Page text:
The other day—a Friday night, to be exact—my roommate said she didn’t understand why we never met single guys.
“I really don’t get it,” I said to her, sitting on the couch in an oversized t-shirt, scrolling through the TV’s On Demand menu so I could watch Maria Menounos and Derek Hough’s rumba (for the third time) on “Dancing With the Stars.” “Hey, do you mind if I open a can of tuna?”
It had the makings of a “48 Hours” mystery.
Admittedly, I do spend a lot of time in my apartment. Often, I’m writing and reading, both of which seem like noble pursuits at any age—even if the books I get from the library are intended for 16-year-old girls. As for the rest of the time—when I’m watching ballroom-dancing competitions and searching for batteries for my Bop It and extracting all the sopapilla pieces from a gallon of limited edition cinnamon ice cream with the precision of brain surgeon—there’s no real excuse.
But I’m the exception, not the rule.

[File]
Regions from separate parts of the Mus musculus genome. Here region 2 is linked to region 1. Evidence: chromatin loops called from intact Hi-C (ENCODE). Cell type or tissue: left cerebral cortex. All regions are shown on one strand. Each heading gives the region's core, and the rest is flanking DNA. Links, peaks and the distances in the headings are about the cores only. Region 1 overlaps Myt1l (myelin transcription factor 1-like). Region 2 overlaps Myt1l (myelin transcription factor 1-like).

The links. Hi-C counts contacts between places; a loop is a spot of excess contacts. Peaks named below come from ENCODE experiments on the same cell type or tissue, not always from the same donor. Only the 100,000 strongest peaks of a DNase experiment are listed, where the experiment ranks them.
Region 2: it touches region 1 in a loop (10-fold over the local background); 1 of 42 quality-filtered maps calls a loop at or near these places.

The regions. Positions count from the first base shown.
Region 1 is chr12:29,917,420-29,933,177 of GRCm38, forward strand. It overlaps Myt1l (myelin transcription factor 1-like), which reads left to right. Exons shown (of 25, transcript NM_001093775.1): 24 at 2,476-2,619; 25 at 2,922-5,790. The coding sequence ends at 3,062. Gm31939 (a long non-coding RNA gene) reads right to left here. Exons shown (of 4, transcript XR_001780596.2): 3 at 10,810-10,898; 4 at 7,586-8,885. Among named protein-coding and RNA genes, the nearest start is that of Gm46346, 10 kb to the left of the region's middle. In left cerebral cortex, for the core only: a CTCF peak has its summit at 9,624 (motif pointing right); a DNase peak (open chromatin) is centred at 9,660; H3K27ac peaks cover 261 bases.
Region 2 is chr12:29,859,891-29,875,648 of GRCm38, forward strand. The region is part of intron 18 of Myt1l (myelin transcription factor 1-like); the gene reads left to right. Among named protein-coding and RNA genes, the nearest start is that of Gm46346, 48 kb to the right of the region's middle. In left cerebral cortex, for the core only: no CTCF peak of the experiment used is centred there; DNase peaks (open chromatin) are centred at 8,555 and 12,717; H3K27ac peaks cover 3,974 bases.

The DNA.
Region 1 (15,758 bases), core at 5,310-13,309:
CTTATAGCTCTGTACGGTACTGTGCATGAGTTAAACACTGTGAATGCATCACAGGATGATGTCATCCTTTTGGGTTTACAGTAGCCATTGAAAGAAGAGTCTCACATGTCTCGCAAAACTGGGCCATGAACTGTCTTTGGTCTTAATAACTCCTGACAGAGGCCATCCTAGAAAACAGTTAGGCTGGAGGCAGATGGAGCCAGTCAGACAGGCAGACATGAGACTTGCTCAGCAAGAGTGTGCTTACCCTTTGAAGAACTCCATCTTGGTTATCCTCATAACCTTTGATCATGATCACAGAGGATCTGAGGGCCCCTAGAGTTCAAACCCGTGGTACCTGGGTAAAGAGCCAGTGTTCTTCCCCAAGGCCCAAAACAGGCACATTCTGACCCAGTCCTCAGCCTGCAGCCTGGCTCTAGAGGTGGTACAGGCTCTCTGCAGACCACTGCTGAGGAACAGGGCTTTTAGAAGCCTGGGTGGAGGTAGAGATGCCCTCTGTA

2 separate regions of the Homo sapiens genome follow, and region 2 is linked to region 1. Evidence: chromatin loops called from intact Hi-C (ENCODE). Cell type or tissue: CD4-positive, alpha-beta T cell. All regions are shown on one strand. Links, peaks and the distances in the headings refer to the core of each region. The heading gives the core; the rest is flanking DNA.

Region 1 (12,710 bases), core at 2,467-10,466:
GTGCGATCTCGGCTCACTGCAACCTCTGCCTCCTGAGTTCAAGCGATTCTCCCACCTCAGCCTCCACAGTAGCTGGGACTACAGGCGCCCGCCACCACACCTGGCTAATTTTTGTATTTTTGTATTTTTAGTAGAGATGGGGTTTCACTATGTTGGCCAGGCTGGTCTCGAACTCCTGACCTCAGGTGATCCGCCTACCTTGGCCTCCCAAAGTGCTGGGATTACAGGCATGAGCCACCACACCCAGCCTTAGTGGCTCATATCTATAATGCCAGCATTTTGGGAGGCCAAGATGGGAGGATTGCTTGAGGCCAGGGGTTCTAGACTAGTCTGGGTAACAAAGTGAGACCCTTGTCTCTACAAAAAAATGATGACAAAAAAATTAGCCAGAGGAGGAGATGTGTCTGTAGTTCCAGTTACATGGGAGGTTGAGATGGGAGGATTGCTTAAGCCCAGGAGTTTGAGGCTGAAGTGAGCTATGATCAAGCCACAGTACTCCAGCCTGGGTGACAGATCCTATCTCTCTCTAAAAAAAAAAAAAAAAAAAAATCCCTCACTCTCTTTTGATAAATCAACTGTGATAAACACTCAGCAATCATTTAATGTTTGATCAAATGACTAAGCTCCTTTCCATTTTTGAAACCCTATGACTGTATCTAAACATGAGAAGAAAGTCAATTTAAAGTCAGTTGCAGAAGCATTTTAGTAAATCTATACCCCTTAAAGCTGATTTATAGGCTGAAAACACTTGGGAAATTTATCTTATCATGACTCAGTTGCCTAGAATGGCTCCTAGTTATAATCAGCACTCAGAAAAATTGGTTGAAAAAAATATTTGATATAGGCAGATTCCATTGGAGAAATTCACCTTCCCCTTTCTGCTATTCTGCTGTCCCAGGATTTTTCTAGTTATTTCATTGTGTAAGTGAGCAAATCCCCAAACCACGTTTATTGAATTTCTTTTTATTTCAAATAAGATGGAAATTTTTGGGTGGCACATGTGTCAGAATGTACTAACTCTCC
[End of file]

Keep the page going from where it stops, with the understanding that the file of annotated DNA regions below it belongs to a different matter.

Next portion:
The majority of Gen Y renters are rarely in their apartments. According to many multifamily housing developers, these young renters prefer to spend their time socializing in a community clubhouse or out in the city. They’re hanging out in public spaces, eating at restaurants and coming home to sleep.
Thus, apartment square footage is no longer a priority.
When it comes to the kitchen, for example, some developers say that many Gen Y’ers require no more than a compact refrigerator and a two-burner cook top—more than adequate, I suppose, when preparing canned tuna.
Instead of designing enough space for a kitchen table, developers are favoring moveable islands that not only provide a place to maul a tub of ice cream, but a flexible dividing line of sorts between the kitchen and the rest of the apartment.
Bedrooms are also getting smaller. Many are now designed to flow into the rest of the apartment, with a panel divider or sliding, translucent door that provides privacy when needed and a sense of openness the rest of the time. These rooms have become a functional place to sleep rather than a space to hang out.
Although young renters are sacrificing square footage in most rooms and leasing studio apartments as small as 350 square feet, the one thing most developers say should never be downsized is closet space.
A small living room, kitchen and bedroom are no big deal, but every 25-year-old needs a place to store their Bop It.
For more on interior design and floor-plan trends, check out “Size Really Doesn’t Matter” in the June issue of units, which mails June 7.